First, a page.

The book is excellent at laying out the multiple ways in which moral relativists, even as they deny the existence of virtue, presuppose it. For example, most political and economic libertarians reject the idea of “ultimate truth” and place all their hopes in the “spontaneous order” of freely acting and “autonomous” moral agents. They are distrustful of tradition (F.A. Hayek was an exception in this regard) and generally see the full array of inherited social obligations as hampering human freedom. This ignores that the citizens and economic actors who come to the market, or interact with other human beings in other ways, are people who have been, as Pontuso says, “habituated by law, habit, custom, and the traditions of civil society.” These moral inheritances, made possible by nature’s virtue, “mitigate truly selfish, self-centered behavior.” Pontuso is clear: “Libertarian principles depend on virtue,” on habits and actions that are seen as “proper and good.”
Human beings are not naturally relativistic. One’s sense of self is almost always informed by sociality, generosity, and a deeply ingrained sense that many human actions—murder, criminality, cruelty, torture, a failure to help those in desperate trouble—are wrong and violate human dignity, rightly understood. A market economy and a civil society under law could not sustain themselves for very long if unabashed relativism and crude selfishness became the order of the day. As Edmund Burke famously observed in his Reflections, such human beings who show blatant disregard for moral obligations can only be governed by the gallows. Pontuso pays respect to libertarian ideals even as he shows that they are finally dependent on a much more capacious understanding of human nature and human motives.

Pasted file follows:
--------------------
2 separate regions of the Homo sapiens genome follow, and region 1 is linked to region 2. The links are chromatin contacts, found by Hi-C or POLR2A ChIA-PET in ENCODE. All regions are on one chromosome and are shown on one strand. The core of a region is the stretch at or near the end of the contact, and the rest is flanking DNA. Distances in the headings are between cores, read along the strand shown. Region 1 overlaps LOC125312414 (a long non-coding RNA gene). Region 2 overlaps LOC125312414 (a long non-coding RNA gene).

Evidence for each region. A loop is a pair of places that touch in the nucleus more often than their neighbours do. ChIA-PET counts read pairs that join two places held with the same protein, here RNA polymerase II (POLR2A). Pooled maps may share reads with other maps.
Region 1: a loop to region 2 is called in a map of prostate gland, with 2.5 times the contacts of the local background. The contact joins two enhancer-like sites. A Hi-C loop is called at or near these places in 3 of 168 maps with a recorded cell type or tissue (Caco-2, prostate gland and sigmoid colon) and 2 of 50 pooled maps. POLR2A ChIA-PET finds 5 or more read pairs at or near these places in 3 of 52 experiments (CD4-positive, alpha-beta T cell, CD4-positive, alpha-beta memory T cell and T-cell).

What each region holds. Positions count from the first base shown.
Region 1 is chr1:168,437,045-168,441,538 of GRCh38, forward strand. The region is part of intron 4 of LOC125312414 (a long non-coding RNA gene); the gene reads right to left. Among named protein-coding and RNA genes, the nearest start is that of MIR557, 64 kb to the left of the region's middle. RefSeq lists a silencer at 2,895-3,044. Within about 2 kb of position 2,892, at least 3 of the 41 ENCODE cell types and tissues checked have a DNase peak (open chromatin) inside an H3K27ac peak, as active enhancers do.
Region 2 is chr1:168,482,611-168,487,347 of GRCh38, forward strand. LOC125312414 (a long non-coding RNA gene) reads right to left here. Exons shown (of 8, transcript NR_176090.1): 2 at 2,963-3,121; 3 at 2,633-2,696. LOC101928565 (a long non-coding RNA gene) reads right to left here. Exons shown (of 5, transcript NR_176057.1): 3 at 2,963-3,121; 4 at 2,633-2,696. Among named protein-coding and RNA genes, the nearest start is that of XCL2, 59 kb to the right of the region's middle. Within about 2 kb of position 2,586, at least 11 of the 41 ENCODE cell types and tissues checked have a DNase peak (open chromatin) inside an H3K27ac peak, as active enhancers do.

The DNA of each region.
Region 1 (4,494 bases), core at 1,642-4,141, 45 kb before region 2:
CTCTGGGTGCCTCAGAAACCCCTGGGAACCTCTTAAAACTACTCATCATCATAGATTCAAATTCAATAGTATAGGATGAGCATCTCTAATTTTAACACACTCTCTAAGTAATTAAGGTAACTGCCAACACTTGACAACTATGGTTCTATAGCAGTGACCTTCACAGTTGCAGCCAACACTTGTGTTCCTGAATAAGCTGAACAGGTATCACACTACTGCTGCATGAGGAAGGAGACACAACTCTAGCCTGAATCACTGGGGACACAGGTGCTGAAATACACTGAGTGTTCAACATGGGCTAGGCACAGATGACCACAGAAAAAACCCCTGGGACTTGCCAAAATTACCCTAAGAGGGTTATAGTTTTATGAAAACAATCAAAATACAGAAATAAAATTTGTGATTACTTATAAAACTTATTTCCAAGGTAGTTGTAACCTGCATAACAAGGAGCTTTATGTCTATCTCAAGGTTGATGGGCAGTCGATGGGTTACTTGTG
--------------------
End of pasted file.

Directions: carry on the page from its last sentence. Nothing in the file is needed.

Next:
One of the strengths of Nature’s Virtue is the way it forthrightly confronts the philosophical current that goes by the name of “antifoundationalism.” Leo Strauss once observed that one of the preeminent practical tasks of authentic political philosophy was to protect sound practice against bad theory. Pontuso does exactly that, and does it very well. To his credit, he takes seriously the argument of theoretical extremists such as Friedrich Nietzsche and Martin Heidegger that “God is dead”—that there is no natural or divine support for the human good or human aspirations.